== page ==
Sign up for FREE wine tastings, restaurant openings, movie previews, parties, offers for samples etc.
The Wende Museum is dedicated to preserving historical objects from behind the iron curtain which are related to the cold war.
This place is such a hidden gem it is really a trip.
First, it is located in an industrial office park off of Slausun on the LAX side of Baldwin Hills.
You do know you hit the right spot when you see the colorful large chunk of the Berlin Wall outside. In fact they have the largest amount of the Berlin Wall outside of Berlin.
The museum is upstairs and prepare to knock on the door of what appears to be any ole office.
As you enter you see the top floor is taken up by offices and some fine art work sampling the collection in the vault which is the real treat.
It is interesting to note that the chairs in the main room are actually the chairs used by the East German SED or ruling party during the cold war.
Along with the dance floor they sit on almost everything is from East Berlin but they are starting to branch out into other Soviet occupied states.
Everything upstairs is worth seeing but you must schedule a tour or show up on Friday at 3pm so when you don’t need reservations for a tour of the archives.
Basically they are still amassing an amazing collection of cold war artifacts so they are busy cataloguing indexing and storing stuff all the time.
While it has no museum feel to it, the archive and the tour is really cool.
They actually have the sign from the famous East German/West German Border known as Checkpoint Charlie.
There is way too much to describe in a post so I’ll tell you a few cool things you can expect to see.
The jacket you see in the pictures was lined inside with velvet and a drawing was made on the inside of the kerchief so as not to appear fancy yet the wearer could enjoy a little individuality.
The attaché and luggage is all filled with spy equipment which belonged to East German spies.
The top one has everything you need to make false passports, the second has recording equipment and the big one has a radio transmitter.
To preserve a slice of regular non-spook life behind the iron curtain the Wende Museum has a complete collection of the East Berlin newspapers and many magazines, ads, paintings, films, flags, street sign etc.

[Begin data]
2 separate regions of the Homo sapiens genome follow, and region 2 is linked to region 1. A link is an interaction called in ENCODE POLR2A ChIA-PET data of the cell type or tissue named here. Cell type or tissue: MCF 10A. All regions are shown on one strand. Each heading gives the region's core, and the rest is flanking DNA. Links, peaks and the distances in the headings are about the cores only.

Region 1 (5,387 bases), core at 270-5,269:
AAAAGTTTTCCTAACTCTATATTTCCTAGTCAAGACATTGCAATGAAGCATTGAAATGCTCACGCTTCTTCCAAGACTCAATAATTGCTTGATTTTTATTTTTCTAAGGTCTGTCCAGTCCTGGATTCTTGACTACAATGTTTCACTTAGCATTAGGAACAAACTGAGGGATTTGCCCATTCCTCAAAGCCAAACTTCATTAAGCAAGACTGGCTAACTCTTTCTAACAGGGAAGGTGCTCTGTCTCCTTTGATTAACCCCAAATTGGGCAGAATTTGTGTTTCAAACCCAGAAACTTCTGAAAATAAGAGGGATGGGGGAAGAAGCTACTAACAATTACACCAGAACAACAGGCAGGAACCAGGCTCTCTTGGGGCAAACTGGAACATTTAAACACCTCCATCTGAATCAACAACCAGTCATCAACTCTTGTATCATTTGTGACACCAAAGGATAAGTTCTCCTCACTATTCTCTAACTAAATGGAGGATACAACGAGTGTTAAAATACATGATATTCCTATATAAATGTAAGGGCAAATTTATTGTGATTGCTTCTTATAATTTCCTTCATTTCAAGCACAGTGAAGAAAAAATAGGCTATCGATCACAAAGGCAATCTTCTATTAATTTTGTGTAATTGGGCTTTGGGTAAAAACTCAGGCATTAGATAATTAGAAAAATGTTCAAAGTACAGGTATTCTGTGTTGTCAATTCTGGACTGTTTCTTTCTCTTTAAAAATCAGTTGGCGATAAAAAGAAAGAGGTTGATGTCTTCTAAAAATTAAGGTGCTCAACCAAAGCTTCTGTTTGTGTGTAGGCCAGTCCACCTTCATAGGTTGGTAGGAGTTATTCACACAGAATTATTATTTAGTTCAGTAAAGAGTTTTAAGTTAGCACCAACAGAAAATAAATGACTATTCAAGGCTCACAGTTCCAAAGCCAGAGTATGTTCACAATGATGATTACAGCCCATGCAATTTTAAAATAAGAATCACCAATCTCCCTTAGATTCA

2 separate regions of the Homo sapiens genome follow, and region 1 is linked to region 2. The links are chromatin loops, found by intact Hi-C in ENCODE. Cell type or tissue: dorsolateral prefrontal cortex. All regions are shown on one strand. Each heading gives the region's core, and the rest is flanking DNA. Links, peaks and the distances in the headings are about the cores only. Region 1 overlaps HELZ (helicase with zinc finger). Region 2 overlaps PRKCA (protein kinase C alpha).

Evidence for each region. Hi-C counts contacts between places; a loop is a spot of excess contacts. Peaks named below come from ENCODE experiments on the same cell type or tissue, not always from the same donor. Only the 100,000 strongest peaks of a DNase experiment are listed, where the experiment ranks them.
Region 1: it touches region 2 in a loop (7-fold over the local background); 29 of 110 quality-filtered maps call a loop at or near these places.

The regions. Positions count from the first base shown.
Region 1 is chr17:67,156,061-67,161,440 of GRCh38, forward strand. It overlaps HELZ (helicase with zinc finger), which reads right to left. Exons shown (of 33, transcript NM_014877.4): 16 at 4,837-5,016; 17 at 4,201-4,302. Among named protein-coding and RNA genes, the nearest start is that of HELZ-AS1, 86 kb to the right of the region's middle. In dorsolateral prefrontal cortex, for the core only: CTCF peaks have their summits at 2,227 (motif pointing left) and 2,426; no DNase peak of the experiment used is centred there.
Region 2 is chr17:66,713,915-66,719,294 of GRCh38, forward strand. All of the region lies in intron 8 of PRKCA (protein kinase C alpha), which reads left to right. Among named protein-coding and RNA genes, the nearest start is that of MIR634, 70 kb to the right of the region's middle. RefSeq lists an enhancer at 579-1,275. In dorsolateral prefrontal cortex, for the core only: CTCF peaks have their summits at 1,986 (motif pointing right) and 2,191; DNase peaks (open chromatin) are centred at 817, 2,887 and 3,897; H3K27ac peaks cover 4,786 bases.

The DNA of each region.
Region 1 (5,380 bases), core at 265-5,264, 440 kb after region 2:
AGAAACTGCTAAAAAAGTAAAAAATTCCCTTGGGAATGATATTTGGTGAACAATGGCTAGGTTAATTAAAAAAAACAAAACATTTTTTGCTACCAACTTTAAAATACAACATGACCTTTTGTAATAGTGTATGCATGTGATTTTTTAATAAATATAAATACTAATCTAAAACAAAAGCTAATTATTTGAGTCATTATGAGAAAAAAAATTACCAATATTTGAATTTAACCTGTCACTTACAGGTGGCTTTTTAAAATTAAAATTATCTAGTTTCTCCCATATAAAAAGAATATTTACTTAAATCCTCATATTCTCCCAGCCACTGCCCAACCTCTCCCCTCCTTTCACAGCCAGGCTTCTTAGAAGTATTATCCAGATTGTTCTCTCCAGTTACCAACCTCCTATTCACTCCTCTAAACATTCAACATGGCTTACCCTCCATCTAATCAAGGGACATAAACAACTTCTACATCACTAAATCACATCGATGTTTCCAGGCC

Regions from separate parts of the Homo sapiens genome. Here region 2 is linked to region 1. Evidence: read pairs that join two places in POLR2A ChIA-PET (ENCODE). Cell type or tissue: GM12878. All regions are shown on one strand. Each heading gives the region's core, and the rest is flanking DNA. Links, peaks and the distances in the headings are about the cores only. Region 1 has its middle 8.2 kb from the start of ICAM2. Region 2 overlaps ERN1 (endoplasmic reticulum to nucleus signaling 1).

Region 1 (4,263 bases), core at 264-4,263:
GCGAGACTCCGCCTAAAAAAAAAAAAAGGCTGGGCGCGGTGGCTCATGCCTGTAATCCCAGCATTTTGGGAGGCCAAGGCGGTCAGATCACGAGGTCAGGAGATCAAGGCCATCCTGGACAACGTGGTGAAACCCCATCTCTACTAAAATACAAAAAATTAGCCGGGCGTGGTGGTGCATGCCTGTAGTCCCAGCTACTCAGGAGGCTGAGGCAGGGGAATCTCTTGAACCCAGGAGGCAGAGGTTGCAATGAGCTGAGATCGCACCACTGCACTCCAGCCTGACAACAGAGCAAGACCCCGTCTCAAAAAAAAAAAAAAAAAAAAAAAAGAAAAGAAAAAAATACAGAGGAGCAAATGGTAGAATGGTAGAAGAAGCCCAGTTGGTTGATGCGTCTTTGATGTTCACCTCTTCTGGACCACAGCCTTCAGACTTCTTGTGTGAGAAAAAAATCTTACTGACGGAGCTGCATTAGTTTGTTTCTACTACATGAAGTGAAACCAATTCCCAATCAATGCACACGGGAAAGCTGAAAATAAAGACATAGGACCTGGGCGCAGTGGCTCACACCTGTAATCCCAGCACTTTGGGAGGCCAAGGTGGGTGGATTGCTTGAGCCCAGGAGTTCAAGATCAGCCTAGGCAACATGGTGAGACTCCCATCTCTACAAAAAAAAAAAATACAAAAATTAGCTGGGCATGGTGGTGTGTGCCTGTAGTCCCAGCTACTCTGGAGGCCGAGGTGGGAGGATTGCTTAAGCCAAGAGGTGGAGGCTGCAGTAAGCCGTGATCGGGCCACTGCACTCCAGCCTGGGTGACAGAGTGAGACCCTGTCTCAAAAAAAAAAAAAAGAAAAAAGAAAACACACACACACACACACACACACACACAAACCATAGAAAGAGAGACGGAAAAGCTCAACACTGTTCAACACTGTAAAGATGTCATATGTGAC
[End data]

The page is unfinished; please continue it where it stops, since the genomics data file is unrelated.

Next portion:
At the end of the tour check out the check point interactive display. Almost everything was taken from an East German checkpoint.
It is set up to have fun. For example they have a poster used to train guards in spotting people posing as others. Basically they show a series of people who look alike and you must figure out who is the same person and who is an imposter.
Another very interesting document they have was discovered while going through the cabinet from the East German checkpoint.The guy assigned to the station was writing his report right when the wall fell. He realized there was no point finishing the report, so the document marks the exact moment the cold war ended.
The archive is doing a great job of preserving history of all aspects of life behind the iron curtain. They have everything from furniture to cobblestones.
I saved the best part for last. This is a free archive which is available to the public. Looking at the locker display upstairs, a watch caught my eye and since I am somewhat of a watch geek I’m going to send in a request for an appointment to see any watches, clocks or magazines which may show ads or pictures of watches.
The Wende museum is very accommodating to almost anyone with an interest in their collection.